return True
            
            c_col_i = self.char_index.index(candidate[0])
            c_row_i = self.num_index.index(candidate[1])
            l_col_i = self.char_index.index(loc[0])
            l_row_i = self.num_index.index(loc[1])
            col_dist = l_col_i - c_col_i
            row_dist = l_row_i - c_row_i
            dist = max(abs(col_dist), abs(row_dist))
            col_vec = 0
            row_vec = 0
            if col_dist != 0:
                col_vec = col_dist/dist
            if row_dist != 0:
                row_vec = row_dist/dist
    
            col_i = l_col_i
            row_i = l_row_i
            for i in range(dist):
                num = self.num_index[row_i]
                char = self.char_index[col_i]
                pos = (char, num)
                p = self.get_piece_at(pos)
                if p != PIECES.NONE:
                    return False
                col_i += col_vec
                row_i += row_vec
    
            return True

     

GOES

  • More paper writing
    • Finished the first pass of section 2, which describes the whole model.

Phil 5.27.20

Drop off the truck today!

Agents and expensive information

  • Antonio sent a note asking if I’d be interested in contributing to a chapter. Sent him this response:
    • There is something that I’d like to explore that might fit. It’s the idea that in most environments, agents (animal, human, machine, etc.) are incentivized to cheat. I think this is because information is expensive to produce, but essentially free to copy. The problem is that if all the agents cheat, then the system will collapse because the agents become decoupled from reality (what I call a stampede). So the system as a whole is incentivized to somehow restrict cheating.
    • I think this could be very interesting to work through, but I don’t have a model (or even an approach really) developed that would describe it. I think that this might be related to game theory, though I haven’t found much in the literature.

GPT-2 Agents

  • Working on building a text corpora. Going to add a search for “Opening” and “Variation” which I’ll try before using the DB version – done
  • Having some problem that starts after a few games. Found the culprit game. Will work on tomorrow. It might be tied to a linefeed?

GOES

  • Working on the GVSETS paper and slide deck

Phil 5.26.20

Had a good, cathartic ride yesterday:

GPT-2 Agents

  • I’ve been working on the PGNtoEnglish class and was having an odd bug where occasionally a piece would pull a piece from the other side of the board. Since it was intermittent, it required many print statements and searching through the logs for “black knight”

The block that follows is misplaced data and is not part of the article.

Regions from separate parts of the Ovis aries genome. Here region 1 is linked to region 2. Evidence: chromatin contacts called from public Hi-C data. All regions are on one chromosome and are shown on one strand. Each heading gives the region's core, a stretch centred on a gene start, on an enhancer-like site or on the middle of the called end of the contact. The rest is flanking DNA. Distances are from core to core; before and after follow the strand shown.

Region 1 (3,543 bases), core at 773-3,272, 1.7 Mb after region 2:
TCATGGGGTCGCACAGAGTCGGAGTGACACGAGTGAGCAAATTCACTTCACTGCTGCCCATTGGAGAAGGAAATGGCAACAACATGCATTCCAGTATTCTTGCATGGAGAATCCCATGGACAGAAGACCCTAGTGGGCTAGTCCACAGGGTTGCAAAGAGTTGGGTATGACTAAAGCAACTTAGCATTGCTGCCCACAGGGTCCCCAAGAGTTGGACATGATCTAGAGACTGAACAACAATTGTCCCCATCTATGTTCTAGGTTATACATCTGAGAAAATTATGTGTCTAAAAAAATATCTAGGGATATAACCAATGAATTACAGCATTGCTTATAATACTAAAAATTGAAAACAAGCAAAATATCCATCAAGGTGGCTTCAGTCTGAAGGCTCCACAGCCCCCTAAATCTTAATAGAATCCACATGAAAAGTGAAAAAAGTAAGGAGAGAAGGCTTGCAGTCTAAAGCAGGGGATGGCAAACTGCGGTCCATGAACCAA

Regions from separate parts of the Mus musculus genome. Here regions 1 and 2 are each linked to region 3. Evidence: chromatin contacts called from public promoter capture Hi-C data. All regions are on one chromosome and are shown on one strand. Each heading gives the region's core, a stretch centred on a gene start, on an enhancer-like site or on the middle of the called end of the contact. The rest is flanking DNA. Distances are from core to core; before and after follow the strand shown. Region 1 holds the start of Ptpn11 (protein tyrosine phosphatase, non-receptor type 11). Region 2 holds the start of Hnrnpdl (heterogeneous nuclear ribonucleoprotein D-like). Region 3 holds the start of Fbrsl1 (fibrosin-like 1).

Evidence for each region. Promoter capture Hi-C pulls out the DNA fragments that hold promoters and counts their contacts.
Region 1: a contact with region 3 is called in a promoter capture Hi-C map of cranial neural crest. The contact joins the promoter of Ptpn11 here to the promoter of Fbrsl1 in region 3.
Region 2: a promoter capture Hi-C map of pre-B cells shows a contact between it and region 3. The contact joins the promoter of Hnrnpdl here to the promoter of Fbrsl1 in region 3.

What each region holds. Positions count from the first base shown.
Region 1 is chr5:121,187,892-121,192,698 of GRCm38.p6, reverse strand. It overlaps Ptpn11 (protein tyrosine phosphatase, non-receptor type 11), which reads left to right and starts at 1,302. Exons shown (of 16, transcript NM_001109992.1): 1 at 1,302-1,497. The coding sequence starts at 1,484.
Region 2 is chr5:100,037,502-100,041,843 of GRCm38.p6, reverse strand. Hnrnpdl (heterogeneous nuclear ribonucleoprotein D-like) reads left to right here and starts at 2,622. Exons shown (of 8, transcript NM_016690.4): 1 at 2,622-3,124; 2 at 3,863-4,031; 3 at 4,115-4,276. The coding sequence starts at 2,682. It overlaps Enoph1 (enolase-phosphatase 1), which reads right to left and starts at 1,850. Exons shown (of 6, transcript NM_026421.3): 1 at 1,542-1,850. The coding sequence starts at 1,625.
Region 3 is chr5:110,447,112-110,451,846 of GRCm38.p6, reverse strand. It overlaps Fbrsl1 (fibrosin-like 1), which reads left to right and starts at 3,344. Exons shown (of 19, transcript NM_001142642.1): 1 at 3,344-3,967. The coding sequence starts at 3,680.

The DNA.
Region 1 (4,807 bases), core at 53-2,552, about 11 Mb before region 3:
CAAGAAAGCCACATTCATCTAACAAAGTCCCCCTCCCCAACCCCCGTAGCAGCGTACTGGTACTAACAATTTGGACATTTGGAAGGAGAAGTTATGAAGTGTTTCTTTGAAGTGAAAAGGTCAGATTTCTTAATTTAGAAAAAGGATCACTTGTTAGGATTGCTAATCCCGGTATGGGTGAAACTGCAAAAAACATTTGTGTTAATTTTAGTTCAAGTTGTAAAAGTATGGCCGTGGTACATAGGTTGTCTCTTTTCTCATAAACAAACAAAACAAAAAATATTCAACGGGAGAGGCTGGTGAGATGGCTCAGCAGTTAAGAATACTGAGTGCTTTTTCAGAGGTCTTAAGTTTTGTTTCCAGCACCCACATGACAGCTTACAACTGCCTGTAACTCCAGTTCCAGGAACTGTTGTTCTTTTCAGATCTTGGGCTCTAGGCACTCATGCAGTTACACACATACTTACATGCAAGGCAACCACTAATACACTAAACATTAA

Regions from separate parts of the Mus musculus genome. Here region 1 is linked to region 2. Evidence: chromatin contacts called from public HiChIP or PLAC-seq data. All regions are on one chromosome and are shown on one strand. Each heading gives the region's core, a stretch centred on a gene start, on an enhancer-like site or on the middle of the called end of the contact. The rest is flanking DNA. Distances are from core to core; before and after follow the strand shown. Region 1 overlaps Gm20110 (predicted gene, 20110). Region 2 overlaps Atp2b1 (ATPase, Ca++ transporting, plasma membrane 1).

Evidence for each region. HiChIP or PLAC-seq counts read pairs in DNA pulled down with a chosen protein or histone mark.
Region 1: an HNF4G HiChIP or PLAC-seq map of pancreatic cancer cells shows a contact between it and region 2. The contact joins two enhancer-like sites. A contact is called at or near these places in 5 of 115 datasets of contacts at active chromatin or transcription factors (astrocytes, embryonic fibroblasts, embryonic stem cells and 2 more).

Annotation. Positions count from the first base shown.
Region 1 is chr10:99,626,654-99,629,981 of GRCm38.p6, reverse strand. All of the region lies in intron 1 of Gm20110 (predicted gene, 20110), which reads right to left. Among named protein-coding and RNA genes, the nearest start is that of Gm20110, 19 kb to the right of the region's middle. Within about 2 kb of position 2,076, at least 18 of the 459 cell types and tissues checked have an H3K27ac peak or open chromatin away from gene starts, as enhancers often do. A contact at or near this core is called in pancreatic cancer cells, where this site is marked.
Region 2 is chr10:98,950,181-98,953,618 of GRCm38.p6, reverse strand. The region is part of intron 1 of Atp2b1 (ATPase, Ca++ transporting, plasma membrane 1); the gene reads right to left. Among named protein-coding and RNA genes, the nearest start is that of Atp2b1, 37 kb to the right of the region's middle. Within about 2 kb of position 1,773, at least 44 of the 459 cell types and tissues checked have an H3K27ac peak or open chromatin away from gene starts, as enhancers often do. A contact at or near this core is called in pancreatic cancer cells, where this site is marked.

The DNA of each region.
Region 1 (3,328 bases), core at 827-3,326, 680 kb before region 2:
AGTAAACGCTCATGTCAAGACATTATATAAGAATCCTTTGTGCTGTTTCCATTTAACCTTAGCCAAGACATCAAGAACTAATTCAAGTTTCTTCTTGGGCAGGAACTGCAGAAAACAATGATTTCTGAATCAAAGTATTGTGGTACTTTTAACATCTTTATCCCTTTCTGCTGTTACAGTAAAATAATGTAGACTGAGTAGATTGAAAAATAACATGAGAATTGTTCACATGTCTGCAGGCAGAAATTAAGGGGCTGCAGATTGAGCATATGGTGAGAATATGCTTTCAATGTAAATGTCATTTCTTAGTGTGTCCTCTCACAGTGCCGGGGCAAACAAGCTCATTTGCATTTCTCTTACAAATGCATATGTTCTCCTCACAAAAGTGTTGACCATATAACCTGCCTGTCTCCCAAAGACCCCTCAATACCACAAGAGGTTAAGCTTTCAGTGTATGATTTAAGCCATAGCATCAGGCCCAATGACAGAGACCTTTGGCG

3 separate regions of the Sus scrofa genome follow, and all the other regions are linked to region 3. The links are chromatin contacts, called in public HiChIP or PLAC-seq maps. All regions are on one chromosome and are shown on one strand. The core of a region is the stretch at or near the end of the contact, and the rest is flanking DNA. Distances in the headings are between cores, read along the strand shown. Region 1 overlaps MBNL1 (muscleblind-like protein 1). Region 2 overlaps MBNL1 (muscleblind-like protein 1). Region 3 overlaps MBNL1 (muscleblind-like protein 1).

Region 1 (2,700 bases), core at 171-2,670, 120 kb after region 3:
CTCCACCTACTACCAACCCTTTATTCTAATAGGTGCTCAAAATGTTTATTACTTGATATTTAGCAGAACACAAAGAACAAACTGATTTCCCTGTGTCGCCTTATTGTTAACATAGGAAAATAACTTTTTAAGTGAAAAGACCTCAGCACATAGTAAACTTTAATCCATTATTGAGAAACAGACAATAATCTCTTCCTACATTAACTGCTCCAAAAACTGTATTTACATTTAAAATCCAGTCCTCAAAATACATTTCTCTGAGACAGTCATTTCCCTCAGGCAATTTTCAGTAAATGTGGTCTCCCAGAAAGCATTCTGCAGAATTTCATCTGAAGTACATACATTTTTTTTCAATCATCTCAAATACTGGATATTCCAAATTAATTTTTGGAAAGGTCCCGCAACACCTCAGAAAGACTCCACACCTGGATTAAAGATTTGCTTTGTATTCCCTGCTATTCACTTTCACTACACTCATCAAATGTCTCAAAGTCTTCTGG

blac knight

  • My problem was in forgetting how Python indexes into arrays. Here’s the code in question:

python

  • When I first wrote this, I had to deal with a lot of potential coordinates that were off the board, with indexes like (-2, -1), or (10, 8) for an 8×8 board. I thought to handle this with a try/except on IndexError (the bottom highlight). In other languages this would have worked, but Python allows negative indexes. Ooops! Adding the test for either index being negative (the top highlight) fixed that bug

D20

  • Ping Zach – done

GOES

  • Write up code review thoughts for Erik -done
  • Add n_critic to base class, along with adjustable false flag value
    • First, making sure that everything still works. Seems to.
    • Here’s the best I can do today, using the OneDGAN2a class with an RMSProp(lr=0.0005)

epochsNoise_trainedacc_loss

  • Assemble all the bits for an example
    • Verified that the InfluxTestTrainBase still works, and it’s using the InfluxDB values
    • Assemble all the bits for an example
      • Created a NoiseGAN2 with the same amount of points as the InfluxTestTrainBase model – done. Looks real good on the noise, too:

epochsNoise_trainedacc_loss

  • How to trim the columns on a 2D Numpy array:
    results = self.ifq.run_query(self.bucket, begin, end, filter_str)
    results = self.ifq.to_nd_array(results)
    results = np.delete(results, slice(clamp, None), 1)
    predict_table = model.predict(results)
  • Here’s all the parts nailed together:
  • Start the paper and the deck

ML Group

  • Need to create a walkthrough of coding practices for next week. I think I’ll use the trajectory of the GAN coding as the basis

 

Phil 5.25.20

GPT-2 Agents

  • Work on openings
  • Maybe create database that contains games as collections of moves. A query could produce the text for the language model